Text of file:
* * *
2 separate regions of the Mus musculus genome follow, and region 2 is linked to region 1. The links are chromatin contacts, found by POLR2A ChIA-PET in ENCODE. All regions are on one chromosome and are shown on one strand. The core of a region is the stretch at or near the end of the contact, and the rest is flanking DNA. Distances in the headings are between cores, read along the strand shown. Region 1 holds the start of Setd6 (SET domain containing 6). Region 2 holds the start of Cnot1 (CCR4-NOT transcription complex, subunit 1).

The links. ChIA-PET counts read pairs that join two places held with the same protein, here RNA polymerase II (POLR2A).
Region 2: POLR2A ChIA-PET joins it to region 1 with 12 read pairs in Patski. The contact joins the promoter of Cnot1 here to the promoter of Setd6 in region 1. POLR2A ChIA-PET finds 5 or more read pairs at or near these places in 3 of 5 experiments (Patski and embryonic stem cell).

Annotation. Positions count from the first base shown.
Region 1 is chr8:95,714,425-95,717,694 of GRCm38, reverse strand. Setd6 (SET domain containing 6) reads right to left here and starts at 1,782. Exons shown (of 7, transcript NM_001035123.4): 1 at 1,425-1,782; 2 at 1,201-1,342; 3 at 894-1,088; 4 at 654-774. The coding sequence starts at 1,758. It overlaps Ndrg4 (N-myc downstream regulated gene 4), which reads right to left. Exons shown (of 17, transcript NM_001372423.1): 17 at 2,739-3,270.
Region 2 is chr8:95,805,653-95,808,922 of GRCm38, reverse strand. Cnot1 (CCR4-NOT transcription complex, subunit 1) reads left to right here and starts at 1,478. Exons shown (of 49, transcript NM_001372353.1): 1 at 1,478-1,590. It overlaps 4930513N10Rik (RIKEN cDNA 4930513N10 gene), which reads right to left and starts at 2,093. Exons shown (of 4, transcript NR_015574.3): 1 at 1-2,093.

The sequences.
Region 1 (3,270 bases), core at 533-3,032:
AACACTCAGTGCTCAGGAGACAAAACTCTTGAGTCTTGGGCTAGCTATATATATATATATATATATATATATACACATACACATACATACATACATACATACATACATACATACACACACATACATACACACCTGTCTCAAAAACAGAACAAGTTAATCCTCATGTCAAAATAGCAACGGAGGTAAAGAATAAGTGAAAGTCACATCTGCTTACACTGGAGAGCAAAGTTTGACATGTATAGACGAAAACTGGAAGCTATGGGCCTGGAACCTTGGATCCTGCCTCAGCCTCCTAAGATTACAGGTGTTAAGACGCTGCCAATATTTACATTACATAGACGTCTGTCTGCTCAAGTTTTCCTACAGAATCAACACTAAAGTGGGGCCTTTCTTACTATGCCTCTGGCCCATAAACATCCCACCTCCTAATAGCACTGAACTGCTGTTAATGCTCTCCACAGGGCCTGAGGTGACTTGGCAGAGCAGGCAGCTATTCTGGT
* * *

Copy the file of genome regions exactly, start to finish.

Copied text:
2 separate regions of the Mus musculus genome follow, and region 2 is linked to region 1. The links are chromatin contacts, found by POLR2A ChIA-PET in ENCODE. All regions are on one chromosome and are shown on one strand. The core of a region is the stretch at or near the end of the contact, and the rest is flanking DNA. Distances in the headings are between cores, read along the strand shown. Region 1 holds the start of Setd6 (SET domain containing 6). Region 2 holds the start of Cnot1 (CCR4-NOT transcription complex, subunit 1).

The links. ChIA-PET counts read pairs that join two places held with the same protein, here RNA polymerase II (POLR2A).
Region 2: POLR2A ChIA-PET joins it to region 1 with 12 read pairs in Patski. The contact joins the promoter of Cnot1 here to the promoter of Setd6 in region 1. POLR2A ChIA-PET finds 5 or more read pairs at or near these places in 3 of 5 experiments (Patski and embryonic stem cell).

Annotation. Positions count from the first base shown.
Region 1 is chr8:95,714,425-95,717,694 of GRCm38, reverse strand. Setd6 (SET domain containing 6) reads right to left here and starts at 1,782. Exons shown (of 7, transcript NM_001035123.4): 1 at 1,425-1,782; 2 at 1,201-1,342; 3 at 894-1,088; 4 at 654-774. The coding sequence starts at 1,758. It overlaps Ndrg4 (N-myc downstream regulated gene 4), which reads right to left. Exons shown (of 17, transcript NM_001372423.1): 17 at 2,739-3,270.
Region 2 is chr8:95,805,653-95,808,922 of GRCm38, reverse strand. Cnot1 (CCR4-NOT transcription complex, subunit 1) reads left to right here and starts at 1,478. Exons shown (of 49, transcript NM_001372353.1): 1 at 1,478-1,590. It overlaps 4930513N10Rik (RIKEN cDNA 4930513N10 gene), which reads right to left and starts at 2,093. Exons shown (of 4, transcript NR_015574.3): 1 at 1-2,093.

The sequences.
Region 1 (3,270 bases), core at 533-3,032:
AACACTCAGTGCTCAGGAGACAAAACTCTTGAGTCTTGGGCTAGCTATATATATATATATATATATATATATACACATACACATACATACATACATACATACATACATACATACACACACATACATACACACCTGTCTCAAAAACAGAACAAGTTAATCCTCATGTCAAAATAGCAACGGAGGTAAAGAATAAGTGAAAGTCACATCTGCTTACACTGGAGAGCAAAGTTTGACATGTATAGACGAAAACTGGAAGCTATGGGCCTGGAACCTTGGATCCTGCCTCAGCCTCCTAAGATTACAGGTGTTAAGACGCTGCCAATATTTACATTACATAGACGTCTGTCTGCTCAAGTTTTCCTACAGAATCAACACTAAAGTGGGGCCTTTCTTACTATGCCTCTGGCCCATAAACATCCCACCTCCTAATAGCACTGAACTGCTGTTAATGCTCTCCACAGGGCCTGAGGTGACTTGGCAGAGCAGGCAGCTATTCTGGT